William O’Neill’s book, How to Make Money in Stocks is an invaluable tool for any investor. The seminal book, which is based on a major study of some of the greatest stock market winners over more than a century has sold more than two million copies.
One of the critical chart formations that he discusses in the book is the “high tight flag”. In the rare bullish pattern, a stock that is generally benefiting from excellent fundamentals surges by double in as little as four to eight weeks. The stock will then consolidate with a minimal correction or trading range before extending its run explosively higher again.
The base can be considered somewhat counterintuitive because an investor’s tendency is to buy low and sell high. But in a high tight flag, a stock is seeing a queue of traders ready to buy high and sell even higher. It shows just a small portion of investors taking profit, while others are not interested in selling at all.
In many cases, the best flag patterns will just move straight up following the consolidation, yet a large number will experience an initial failed move as the market fakes people into a new high. These fake-outs can result in huge differentials in performance. However, they can ultimately strengthen the pattern as buyers become more determined the second time around.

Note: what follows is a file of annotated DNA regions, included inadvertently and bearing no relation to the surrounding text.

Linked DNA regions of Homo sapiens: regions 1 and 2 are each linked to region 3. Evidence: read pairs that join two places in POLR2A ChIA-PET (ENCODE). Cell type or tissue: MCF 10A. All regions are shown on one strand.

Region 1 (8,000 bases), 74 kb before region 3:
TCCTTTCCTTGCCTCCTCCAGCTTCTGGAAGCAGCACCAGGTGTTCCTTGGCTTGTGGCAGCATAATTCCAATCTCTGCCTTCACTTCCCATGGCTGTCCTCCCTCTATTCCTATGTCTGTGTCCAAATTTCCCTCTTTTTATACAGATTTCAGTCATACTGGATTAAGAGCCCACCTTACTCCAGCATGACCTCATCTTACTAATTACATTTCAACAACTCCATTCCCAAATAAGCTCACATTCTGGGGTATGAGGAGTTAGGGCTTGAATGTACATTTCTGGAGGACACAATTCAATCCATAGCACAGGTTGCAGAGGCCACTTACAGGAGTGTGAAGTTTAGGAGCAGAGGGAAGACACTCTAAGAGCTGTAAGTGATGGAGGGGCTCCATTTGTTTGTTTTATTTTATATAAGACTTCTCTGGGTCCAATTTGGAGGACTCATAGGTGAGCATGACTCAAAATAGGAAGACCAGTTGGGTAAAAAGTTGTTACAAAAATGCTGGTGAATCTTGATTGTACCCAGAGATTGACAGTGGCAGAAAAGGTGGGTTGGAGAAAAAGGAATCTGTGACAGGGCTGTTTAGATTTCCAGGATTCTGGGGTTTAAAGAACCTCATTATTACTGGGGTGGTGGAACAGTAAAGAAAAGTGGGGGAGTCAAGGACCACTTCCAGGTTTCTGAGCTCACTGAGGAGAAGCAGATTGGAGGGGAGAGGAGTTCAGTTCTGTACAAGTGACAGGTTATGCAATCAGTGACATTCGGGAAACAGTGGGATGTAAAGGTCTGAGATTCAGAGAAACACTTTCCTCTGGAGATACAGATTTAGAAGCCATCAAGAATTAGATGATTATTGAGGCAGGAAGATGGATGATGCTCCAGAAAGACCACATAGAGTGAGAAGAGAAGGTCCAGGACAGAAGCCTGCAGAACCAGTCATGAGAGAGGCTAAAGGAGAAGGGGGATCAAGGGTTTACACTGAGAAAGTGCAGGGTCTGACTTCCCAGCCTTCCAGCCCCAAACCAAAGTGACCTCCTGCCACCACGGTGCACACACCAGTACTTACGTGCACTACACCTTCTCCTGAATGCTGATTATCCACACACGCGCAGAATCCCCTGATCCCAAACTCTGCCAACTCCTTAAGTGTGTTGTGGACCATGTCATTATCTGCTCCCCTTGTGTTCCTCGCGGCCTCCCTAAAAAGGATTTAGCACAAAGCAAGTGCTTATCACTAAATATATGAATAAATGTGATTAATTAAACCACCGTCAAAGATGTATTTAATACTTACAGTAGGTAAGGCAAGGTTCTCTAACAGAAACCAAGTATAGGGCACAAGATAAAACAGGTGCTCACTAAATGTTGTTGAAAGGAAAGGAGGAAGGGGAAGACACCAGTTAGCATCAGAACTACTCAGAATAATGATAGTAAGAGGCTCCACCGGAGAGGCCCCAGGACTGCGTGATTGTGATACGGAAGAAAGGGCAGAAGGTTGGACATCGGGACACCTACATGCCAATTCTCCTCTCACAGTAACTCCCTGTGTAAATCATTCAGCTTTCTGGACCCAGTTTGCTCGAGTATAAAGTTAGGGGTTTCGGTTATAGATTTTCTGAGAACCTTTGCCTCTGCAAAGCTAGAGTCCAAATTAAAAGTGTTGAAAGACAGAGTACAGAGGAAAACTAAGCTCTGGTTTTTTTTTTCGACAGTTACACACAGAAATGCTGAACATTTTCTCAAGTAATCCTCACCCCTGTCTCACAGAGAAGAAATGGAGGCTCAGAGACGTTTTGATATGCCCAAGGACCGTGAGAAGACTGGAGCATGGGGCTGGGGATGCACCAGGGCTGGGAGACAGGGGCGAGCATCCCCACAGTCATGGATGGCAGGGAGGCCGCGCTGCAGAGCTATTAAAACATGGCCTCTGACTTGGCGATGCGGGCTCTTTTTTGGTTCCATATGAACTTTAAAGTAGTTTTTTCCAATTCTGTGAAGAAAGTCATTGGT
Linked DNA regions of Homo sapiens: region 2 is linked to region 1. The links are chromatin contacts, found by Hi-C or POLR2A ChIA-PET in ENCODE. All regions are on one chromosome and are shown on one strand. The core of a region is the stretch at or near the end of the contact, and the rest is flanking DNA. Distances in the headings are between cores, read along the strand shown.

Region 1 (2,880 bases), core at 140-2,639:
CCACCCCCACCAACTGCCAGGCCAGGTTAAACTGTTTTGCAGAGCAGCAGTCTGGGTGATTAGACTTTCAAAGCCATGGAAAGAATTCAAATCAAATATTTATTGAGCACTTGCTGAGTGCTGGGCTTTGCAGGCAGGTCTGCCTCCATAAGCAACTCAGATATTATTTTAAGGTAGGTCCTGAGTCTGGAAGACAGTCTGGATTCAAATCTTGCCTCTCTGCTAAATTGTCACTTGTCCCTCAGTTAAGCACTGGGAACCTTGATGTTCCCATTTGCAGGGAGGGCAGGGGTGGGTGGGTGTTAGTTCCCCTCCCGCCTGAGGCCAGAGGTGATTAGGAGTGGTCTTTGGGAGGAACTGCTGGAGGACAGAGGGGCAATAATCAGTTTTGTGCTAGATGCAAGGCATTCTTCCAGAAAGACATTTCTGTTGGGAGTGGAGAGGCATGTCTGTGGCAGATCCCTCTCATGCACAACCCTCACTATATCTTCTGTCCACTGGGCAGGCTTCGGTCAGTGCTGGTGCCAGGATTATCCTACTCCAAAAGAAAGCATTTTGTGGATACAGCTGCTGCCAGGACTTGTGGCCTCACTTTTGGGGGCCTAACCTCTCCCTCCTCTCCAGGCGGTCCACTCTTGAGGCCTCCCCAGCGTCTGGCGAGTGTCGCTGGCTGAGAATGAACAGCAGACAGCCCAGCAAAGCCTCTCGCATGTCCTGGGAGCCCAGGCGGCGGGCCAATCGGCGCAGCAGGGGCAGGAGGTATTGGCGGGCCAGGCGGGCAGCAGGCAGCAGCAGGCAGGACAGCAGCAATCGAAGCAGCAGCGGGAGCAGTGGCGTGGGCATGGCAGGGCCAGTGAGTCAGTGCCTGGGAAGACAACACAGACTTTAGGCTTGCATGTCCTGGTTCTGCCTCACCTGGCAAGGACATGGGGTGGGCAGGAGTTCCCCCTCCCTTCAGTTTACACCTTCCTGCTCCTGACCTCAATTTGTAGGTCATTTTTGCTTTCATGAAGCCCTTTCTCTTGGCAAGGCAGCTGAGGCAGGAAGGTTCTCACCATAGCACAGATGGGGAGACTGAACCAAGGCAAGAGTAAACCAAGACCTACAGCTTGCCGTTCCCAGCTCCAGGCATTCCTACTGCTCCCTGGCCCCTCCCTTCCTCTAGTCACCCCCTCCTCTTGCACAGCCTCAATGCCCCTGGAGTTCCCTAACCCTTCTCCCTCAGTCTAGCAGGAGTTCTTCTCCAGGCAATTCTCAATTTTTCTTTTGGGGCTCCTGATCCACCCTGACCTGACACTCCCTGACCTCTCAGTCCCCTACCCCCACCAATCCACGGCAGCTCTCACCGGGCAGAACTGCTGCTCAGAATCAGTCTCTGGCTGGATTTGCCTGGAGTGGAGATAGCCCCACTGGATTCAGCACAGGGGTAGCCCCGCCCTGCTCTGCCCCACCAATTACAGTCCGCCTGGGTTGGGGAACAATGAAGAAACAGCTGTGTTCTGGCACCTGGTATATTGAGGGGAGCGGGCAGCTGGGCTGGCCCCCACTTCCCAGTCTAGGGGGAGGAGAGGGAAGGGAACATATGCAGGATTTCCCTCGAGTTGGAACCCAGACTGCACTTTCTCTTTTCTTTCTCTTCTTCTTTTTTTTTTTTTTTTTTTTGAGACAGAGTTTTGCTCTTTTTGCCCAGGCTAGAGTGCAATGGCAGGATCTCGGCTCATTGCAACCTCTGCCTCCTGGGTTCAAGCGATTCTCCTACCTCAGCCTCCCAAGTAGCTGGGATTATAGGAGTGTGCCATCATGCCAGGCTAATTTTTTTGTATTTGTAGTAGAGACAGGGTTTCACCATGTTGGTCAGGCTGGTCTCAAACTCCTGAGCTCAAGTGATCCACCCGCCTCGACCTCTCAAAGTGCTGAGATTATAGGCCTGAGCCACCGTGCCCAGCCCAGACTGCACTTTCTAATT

As a result, it is critical for traders to keep these tactical patterns in mind when considering their overall exposure. Traders need to be always cognisant of what they can withstand and use critical thinking when making these plays. Splitting buy entries rather than going all-in, ensures that even when caught in a reversal, a trader is not fully exposed.
Having the patience and thoughtfulness to effectively exploit these tactical patterns is a key difference between those blindly following the herd and those that want to take things to the next level and approach their trading as a professional.